The membrane-bound aspartic protease 13-site amyloid precursor protein (APP) cleaving enzyme 1 (BACE1) is the 13-secretase enzyme that generates the first cleavage in the formation of the 13-amyloid (AI3) peptide from APP (1). Thus, BACE1 is a prime therapeutic target for Alzheimer’s disease (AD). However, BACE1 inhibitors with drug-like properties that cross the blood-brain barrier (BBB) have proven difficult to develop. Although the first BBB-penetrant BACE1 inhibitors are currently entering clinical trials in humans, we are still years away from knowing whether any will be successful in treating or preventing AD. Meanwhile, it is of paramount importance to study the cell biology of BACE1 to fully elucidate its mechanism of action in Al3 generation, for deep understanding of factors that regulate BACE1 trafficking and access to APP substrate in neurons of the brain may uncover novel, effective, and practical AD therapeutic targets.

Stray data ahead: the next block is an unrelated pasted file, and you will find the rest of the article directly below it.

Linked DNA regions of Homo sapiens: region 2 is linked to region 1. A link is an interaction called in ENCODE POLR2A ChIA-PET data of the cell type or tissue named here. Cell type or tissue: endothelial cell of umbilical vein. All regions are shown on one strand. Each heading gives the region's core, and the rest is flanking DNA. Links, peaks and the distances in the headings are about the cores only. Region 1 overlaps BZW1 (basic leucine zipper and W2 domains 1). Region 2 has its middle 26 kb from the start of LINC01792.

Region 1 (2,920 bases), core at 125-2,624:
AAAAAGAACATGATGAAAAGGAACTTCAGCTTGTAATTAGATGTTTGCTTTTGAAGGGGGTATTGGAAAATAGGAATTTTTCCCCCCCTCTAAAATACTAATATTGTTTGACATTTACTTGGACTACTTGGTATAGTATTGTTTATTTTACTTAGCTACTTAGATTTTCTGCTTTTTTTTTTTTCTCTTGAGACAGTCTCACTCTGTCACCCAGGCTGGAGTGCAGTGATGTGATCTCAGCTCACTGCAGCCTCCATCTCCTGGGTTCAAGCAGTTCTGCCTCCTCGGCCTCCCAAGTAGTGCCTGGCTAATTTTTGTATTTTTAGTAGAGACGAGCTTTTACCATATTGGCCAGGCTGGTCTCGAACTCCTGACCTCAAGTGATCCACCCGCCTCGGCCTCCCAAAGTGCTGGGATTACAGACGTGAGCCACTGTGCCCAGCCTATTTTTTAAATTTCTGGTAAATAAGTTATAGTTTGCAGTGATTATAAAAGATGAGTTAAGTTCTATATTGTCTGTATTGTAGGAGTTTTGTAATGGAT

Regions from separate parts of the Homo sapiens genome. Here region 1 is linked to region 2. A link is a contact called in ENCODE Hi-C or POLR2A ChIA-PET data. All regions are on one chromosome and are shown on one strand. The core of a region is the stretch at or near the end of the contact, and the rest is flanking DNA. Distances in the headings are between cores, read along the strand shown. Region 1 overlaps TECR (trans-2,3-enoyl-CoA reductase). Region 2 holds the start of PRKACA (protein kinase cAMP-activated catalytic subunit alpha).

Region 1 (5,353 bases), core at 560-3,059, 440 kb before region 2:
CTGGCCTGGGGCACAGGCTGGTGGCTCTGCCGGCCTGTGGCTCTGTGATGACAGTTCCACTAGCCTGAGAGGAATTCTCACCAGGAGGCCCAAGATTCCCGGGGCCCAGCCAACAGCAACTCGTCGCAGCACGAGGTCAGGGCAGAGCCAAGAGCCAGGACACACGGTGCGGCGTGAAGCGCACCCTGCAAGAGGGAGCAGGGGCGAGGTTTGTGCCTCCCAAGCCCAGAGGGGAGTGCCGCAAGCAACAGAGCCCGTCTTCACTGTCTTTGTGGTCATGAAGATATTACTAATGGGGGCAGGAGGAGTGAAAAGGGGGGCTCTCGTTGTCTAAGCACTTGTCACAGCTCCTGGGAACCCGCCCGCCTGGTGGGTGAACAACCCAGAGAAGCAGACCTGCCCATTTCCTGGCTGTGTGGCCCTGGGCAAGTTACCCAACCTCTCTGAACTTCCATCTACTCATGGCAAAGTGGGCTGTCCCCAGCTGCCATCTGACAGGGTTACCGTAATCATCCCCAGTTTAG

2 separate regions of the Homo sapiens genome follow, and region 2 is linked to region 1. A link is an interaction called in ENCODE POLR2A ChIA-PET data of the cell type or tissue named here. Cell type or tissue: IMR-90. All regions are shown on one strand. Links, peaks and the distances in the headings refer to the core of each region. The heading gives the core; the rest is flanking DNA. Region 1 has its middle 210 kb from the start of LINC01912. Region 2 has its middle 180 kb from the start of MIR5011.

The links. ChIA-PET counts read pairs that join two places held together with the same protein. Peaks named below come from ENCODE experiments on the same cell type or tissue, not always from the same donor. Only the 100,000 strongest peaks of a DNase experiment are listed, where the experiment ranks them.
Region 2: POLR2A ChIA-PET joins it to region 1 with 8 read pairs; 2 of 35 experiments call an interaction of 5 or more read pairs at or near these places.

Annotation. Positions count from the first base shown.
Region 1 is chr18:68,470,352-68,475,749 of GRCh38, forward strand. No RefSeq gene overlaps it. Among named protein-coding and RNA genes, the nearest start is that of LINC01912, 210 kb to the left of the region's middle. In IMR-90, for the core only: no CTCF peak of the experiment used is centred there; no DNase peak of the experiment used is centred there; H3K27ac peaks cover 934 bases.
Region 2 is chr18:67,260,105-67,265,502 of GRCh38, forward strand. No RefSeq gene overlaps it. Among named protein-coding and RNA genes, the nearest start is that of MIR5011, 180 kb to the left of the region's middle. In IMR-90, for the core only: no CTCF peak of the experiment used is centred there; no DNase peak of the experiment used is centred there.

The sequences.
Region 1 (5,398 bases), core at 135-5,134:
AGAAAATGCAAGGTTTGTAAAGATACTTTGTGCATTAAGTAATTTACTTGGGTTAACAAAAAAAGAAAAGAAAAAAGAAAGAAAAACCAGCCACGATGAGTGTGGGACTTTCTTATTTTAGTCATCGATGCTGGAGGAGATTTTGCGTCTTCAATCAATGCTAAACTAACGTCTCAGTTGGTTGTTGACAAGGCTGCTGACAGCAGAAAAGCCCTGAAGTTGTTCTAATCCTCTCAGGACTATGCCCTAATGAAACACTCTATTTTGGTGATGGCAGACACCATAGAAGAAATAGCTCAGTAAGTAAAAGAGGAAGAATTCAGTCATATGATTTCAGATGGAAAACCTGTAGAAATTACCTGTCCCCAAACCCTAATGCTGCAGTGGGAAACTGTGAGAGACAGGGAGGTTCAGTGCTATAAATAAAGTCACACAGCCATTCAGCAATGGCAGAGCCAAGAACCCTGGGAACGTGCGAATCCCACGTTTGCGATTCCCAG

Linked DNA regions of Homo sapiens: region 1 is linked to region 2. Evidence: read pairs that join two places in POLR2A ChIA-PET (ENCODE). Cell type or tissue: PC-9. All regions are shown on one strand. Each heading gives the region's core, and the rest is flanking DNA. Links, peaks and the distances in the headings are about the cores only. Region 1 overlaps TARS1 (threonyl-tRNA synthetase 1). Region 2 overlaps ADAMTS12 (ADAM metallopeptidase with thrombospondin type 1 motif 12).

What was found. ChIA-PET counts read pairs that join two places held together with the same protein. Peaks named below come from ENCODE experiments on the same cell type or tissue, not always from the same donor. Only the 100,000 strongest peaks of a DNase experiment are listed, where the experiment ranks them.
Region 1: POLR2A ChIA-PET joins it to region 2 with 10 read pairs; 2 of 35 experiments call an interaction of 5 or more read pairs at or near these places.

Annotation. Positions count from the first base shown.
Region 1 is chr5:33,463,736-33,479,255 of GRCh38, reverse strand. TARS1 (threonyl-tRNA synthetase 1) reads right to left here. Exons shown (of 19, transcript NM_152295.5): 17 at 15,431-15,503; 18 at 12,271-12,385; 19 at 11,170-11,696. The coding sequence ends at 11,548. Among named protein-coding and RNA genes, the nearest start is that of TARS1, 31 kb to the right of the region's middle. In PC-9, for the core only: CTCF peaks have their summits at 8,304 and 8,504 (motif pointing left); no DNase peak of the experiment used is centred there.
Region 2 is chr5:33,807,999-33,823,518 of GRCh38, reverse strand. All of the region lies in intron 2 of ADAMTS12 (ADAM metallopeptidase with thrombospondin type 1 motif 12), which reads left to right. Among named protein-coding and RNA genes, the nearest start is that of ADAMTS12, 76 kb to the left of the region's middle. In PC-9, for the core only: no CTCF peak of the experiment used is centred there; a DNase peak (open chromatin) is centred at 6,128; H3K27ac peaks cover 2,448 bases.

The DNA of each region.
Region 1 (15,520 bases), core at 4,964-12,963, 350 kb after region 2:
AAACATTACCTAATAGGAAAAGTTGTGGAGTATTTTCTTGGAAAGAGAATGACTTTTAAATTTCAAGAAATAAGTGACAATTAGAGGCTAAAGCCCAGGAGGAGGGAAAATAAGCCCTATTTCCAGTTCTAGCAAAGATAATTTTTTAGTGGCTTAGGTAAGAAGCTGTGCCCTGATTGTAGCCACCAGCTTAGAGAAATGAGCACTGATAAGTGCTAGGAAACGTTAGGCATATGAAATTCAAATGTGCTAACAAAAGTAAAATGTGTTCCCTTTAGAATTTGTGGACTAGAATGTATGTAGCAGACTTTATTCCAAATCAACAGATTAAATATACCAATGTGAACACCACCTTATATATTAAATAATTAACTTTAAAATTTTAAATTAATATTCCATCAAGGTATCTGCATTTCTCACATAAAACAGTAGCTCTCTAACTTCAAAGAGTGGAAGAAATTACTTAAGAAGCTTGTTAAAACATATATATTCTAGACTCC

The current proposal aims to elucidate the roles of Eps homology domain (EHD) proteins and synaptic activity in BACE1 axon transport in the brain and is linked to the application of our collaborator Dr. Gopal Thinakaran (U. Chicago) to determine the function of EHD proteins in Al3 production and amyloid deposition in vivo. EHD proteins regulate dynamic BACE1 axon transport in primary hippocampal neurons in vitro (manuscript in preparation). In addition, synaptic activity controls Al3 generation in vivo (2). Here, we will investigate the dependence of BACE1 axon transport on EHD function and synaptic activity in the hippocampus, a brain region critical for memory formation that is severely affected in AD. We hypothesize that inhibition or stimulation of EHD protein function or synaptic activity will decrease or increase hippocampal BACE1 axon transport, respectively. Our Specific Aims are: 1) Determine whether EHD proteins regulate dynamic BACE1 axon transport in ex vivo hippocampal slice cultures, and 2) Determine whether synaptic activity regulates dynamic BACE1 axon transport in ex vivo hippocampal slice cultures in an EHD-dependent manner. Our studies together with those of Dr. Thinakaran’s proposal will increase our understanding of Aj3 production in the brain and may reveal new therapeutic strategies for AD.